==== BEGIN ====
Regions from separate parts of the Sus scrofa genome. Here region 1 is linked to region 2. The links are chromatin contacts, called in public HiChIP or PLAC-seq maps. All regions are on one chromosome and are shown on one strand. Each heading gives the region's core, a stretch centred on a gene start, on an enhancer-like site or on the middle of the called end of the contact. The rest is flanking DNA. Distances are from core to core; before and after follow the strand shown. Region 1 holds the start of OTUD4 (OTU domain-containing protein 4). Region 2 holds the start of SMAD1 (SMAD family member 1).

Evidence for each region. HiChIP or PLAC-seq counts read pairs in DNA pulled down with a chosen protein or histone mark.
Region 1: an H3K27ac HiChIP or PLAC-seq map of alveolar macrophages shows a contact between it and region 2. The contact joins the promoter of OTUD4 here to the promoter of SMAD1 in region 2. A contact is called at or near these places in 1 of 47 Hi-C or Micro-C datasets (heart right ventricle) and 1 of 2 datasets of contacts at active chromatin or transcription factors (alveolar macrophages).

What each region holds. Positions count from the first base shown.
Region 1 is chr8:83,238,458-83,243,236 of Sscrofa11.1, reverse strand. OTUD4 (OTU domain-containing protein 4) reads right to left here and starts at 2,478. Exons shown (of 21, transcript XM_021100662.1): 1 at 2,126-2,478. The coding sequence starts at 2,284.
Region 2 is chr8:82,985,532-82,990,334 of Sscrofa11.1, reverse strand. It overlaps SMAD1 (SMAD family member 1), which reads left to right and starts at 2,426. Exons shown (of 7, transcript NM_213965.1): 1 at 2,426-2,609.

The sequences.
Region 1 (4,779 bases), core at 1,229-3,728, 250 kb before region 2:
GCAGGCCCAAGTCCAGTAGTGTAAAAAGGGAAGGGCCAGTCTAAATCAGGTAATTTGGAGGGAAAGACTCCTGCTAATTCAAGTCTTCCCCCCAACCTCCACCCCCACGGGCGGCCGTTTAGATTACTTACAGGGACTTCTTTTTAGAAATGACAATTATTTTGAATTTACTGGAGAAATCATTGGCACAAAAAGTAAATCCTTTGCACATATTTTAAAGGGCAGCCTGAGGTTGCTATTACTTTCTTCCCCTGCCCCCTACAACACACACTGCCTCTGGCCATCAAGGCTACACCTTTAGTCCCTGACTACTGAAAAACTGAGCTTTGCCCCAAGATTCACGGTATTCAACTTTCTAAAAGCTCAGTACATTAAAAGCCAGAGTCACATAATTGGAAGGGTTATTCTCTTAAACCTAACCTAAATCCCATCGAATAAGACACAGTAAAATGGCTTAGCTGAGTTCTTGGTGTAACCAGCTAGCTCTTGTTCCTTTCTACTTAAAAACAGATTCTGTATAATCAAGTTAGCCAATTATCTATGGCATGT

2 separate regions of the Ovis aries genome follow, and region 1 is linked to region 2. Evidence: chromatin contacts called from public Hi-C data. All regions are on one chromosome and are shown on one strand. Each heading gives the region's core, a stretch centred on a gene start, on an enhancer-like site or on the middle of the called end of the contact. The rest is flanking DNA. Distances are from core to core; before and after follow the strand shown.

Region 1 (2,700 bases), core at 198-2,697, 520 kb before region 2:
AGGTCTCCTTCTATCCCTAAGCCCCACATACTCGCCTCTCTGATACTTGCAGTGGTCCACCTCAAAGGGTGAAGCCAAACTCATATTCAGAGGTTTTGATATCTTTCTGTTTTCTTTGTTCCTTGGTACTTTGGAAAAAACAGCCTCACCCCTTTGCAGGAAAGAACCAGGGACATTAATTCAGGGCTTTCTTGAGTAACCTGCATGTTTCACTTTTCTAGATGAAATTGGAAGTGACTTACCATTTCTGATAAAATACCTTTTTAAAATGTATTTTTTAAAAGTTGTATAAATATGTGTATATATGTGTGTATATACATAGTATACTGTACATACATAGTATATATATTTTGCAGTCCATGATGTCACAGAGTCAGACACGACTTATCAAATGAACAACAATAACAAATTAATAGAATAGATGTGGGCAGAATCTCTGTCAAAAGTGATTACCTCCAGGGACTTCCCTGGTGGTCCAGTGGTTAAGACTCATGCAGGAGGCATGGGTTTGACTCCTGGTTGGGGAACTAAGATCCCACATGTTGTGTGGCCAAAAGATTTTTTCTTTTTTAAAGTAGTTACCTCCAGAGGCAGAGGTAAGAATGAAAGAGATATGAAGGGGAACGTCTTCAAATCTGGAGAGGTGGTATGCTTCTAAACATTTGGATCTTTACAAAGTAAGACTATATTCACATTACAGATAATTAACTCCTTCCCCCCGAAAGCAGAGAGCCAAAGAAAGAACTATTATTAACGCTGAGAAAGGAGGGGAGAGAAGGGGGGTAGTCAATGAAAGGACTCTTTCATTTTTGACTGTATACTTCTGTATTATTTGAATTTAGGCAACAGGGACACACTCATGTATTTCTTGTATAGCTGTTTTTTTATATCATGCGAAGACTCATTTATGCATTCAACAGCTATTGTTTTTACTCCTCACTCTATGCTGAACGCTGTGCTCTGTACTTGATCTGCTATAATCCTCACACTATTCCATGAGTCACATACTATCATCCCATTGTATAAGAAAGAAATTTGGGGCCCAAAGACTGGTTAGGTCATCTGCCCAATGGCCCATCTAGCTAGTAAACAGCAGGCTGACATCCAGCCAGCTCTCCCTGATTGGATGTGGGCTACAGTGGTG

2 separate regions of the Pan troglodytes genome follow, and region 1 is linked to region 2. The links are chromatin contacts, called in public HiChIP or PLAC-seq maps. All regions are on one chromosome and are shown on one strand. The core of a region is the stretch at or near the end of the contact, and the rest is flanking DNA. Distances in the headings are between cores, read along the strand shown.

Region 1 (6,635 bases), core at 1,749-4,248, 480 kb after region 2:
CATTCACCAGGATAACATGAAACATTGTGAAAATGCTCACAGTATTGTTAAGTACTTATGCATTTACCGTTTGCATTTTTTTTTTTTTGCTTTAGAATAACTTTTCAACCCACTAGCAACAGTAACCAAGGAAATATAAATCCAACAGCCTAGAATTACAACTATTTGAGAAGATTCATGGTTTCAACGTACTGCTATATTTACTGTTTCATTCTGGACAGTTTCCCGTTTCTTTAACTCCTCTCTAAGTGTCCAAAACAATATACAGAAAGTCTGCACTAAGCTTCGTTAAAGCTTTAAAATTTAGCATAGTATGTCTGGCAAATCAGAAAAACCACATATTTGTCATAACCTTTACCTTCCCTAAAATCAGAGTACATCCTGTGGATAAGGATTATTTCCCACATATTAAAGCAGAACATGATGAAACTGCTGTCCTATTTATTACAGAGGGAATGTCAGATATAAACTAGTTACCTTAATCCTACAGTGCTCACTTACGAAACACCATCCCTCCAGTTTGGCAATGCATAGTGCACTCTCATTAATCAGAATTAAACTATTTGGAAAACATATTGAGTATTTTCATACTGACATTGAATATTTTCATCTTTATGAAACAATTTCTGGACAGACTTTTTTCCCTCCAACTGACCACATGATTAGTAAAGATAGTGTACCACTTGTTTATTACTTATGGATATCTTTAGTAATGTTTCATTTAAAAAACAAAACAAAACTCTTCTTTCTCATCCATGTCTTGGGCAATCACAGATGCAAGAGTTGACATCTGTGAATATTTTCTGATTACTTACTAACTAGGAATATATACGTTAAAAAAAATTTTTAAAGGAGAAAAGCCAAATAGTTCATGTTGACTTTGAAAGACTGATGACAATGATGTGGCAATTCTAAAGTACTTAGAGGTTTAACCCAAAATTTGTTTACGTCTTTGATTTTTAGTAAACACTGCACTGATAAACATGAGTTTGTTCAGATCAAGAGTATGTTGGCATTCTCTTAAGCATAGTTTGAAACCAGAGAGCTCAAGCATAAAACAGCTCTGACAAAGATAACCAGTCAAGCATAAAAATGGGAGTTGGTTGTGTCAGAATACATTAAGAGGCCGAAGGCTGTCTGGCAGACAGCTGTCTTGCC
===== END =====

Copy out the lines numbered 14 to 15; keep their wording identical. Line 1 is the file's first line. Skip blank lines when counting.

Region 1 (6,635 bases), core at 1,749-4,248, 480 kb after region 2:
CATTCACCAGGATAACATGAAACATTGTGAAAATGCTCACAGTATTGTTAAGTACTTATGCATTTACCGTTTGCATTTTTTTTTTTTTGCTTTAGAATAACTTTTCAACCCACTAGCAACAGTAACCAAGGAAATATAAATCCAACAGCCTAGAATTACAACTATTTGAGAAGATTCATGGTTTCAACGTACTGCTATATTTACTGTTTCATTCTGGACAGTTTCCCGTTTCTTTAACTCCTCTCTAAGTGTCCAAAACAATATACAGAAAGTCTGCACTAAGCTTCGTTAAAGCTTTAAAATTTAGCATAGTATGTCTGGCAAATCAGAAAAACCACATATTTGTCATAACCTTTACCTTCCCTAAAATCAGAGTACATCCTGTGGATAAGGATTATTTCCCACATATTAAAGCAGAACATGATGAAACTGCTGTCCTATTTATTACAGAGGGAATGTCAGATATAAACTAGTTACCTTAATCCTACAGTGCTCACTTACGAAACACCATCCCTCCAGTTTGGCAATGCATAGTGCACTCTCATTAATCAGAATTAAACTATTTGGAAAACATATTGAGTATTTTCATACTGACATTGAATATTTTCATCTTTATGAAACAATTTCTGGACAGACTTTTTTCCCTCCAACTGACCACATGATTAGTAAAGATAGTGTACCACTTGTTTATTACTTATGGATATCTTTAGTAATGTTTCATTTAAAAAACAAAACAAAACTCTTCTTTCTCATCCATGTCTTGGGCAATCACAGATGCAAGAGTTGACATCTGTGAATATTTTCTGATTACTTACTAACTAGGAATATATACGTTAAAAAAAATTTTTAAAGGAGAAAAGCCAAATAGTTCATGTTGACTTTGAAAGACTGATGACAATGATGTGGCAATTCTAAAGTACTTAGAGGTTTAACCCAAAATTTGTTTACGTCTTTGATTTTTAGTAAACACTGCACTGATAAACATGAGTTTGTTCAGATCAAGAGTATGTTGGCATTCTCTTAAGCATAGTTTGAAACCAGAGAGCTCAAGCATAAAACAGCTCTGACAAAGATAACCAGTCAAGCATAAAAATGGGAGTTGGTTGTGTCAGAATACATTAAGAGGCCGAAGGCTGTCTGGCAGACAGCTGTCTTGCC